Writers have it easy these days.
Need a story? No need to leave home. Just text, call, email or direct message to track down whoever you’re after. Real life interactions have become increasingly rare. A sign of the times, I suppose. But after tagging along with Seth Moniz’s Jaws success story, I spent a week on Maui with Albee Layer and his affable crew of envelope-pushing Valley Islanders, and was reminded of the benefit being embedded with your subjects. More depth, more substance, more insight. Here’s five things I learned on this trip.Albee Layer. Photo: Brent Bielmann
A big-wave renaissance is in full swing and Jaws is the epicenter, with a rising crop of young surfers lining up to challenge it in new ways. Albee Layer. Kai Lenny. Tyler Larronde. Kai Barger. Joao Maffini. Francisco Porcella. Dege O’Connel. Paige Alms. They’re riding smaller boards, many crafted by local shaper Sean Ordonez (SOS shapes). Albee consistently rides an 8’8”. Tyler Larronde surfed the last swell with an 8’0”. Between every session, and there’ve been many this year, they are reviewing footage. Studying Dorian. Slow-moing failures twice as much as triumphs. They’re hunting the barrel, yes, but they also want to do turns and explore new lines. Albee wants to do airs. “It’s important to respect what’s been done before us,” he told me. “But in order to progress it’s also important to assume that even the greats can be wrong in ruling something impossible.”Matt Meola. Photo: Brent Bielmann
They’re doing it in small waves, too. Just as they’ve lucked into living on an island with the best big wave in the world, they’ve got some of the best air waves, as well. Thanks mostly to the wind. “Obviously we weren’t the first people to realize the importance of wind for doing airs,” Albee said. “But I think we were the first crew to really take advantage of it.” Look no further than Albee’s 540 and Matt Meola’s spindle flip for proof. But even guys like Kai Barger, who Albee calls the most underrated aerialist in the world, are regularly landing flips. They think about progressing airs as much as big waves. Albee’s got a trick he’s working on that I’m sure he’ll land in 2016. I saw a couple of near makes. Another game changer is on the horizon.Photo: Brent Bielmann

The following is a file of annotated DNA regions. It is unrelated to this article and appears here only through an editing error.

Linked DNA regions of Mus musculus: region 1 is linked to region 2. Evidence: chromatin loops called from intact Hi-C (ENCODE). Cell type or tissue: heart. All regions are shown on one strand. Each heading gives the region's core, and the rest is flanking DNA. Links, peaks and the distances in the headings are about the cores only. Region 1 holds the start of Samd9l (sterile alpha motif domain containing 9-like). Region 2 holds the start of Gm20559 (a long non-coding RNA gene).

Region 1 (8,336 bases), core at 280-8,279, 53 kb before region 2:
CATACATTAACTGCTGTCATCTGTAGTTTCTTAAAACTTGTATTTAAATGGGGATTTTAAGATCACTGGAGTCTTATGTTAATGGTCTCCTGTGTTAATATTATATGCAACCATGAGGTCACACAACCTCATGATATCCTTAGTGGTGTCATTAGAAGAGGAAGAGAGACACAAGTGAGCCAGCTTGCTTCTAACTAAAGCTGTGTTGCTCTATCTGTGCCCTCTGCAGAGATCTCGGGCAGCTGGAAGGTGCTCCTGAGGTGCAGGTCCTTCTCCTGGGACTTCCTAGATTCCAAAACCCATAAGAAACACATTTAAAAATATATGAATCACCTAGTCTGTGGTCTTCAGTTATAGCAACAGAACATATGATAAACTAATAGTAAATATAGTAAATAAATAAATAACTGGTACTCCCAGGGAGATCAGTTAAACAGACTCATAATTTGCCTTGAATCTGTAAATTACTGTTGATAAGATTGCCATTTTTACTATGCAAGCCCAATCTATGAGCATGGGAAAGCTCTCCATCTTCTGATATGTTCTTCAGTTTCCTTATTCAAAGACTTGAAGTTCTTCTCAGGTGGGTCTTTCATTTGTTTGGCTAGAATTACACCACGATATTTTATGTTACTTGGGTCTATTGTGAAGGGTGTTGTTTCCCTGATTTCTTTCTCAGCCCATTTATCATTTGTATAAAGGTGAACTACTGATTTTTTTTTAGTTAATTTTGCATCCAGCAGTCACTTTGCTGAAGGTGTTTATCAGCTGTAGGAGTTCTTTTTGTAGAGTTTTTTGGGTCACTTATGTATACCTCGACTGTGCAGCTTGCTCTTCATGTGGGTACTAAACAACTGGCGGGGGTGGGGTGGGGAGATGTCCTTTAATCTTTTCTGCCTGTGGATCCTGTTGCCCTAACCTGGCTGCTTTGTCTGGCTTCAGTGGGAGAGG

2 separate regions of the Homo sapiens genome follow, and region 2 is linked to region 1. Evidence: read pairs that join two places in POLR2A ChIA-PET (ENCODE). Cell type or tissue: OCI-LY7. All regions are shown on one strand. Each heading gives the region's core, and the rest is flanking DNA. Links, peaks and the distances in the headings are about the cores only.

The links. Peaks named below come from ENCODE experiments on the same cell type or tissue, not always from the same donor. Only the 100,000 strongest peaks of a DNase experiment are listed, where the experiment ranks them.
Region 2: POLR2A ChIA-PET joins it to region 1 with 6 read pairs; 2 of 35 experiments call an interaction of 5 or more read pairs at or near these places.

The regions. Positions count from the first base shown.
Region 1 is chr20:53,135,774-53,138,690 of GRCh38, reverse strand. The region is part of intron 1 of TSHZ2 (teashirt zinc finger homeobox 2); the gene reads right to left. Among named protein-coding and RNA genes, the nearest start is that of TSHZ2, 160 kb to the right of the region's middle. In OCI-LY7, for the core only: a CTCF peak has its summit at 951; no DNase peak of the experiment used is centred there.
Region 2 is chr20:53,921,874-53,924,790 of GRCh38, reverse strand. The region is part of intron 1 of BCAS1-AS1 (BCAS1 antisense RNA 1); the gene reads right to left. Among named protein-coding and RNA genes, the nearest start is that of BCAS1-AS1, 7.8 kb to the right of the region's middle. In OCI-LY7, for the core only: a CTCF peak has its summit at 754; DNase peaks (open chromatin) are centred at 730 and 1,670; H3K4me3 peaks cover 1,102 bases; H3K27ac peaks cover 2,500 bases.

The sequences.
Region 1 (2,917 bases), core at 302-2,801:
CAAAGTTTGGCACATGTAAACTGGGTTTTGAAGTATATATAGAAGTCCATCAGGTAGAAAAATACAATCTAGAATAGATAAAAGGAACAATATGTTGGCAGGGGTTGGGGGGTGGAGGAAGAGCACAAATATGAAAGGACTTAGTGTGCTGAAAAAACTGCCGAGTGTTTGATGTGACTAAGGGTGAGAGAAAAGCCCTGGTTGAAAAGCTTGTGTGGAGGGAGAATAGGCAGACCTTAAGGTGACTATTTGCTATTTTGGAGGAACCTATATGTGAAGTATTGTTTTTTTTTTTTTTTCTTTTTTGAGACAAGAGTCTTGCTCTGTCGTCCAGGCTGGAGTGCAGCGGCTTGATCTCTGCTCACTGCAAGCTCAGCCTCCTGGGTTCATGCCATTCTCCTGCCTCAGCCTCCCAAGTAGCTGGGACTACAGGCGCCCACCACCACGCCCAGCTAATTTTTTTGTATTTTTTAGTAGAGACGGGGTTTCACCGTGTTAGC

They are a part of a self-inflicted arms race. A major key to their progress is that they run in such a tight knit crew. They’re constantly together. Surfing. Playing Portuguese horseshoes and Settlers of Catan. Eating breakfast. Eating lunch. Eating dinner. Everywhere you go it’s like the set of Friends. Except with less girls. They’re supportive, but also check one another, creating that perfect environment where you want to beat your buddy to the next big move, but won’t get a big head when you pull it off. “I think the constant heckling keeps everyone in check,” Albee says. “Your ego can’t get too big in this group.”Albee Layer. Photo: Brent Bielmann
Constant progression means frequent injury. During my time on Maui nearly everyone I hung out with — Albee, Meola, Dege, Larronde — was hurt. Only Tanner Hendrickson and Barger were in fighting shape. Physical therapists take note — there’s lots of work to be had on the Valley Isle.
They’re overcoming an inferiority complex. “For a long time, we weren’t convinced that what was happening on Maui was as good as what was happening around the world,” Albee says. The Internet has helped shrink the world, however, and now they can see their clips matched against everyone else’s. And call it isolation or call it a lack of marketing reach, but the industry still isn’t knocking down the door to throw big money at these guys. Many do construction and make movies and manage real estate between sessions. But as we’ve seen with East Coast and Brazilian surfers for years — it’s those that have something to prove that usually rise to the top.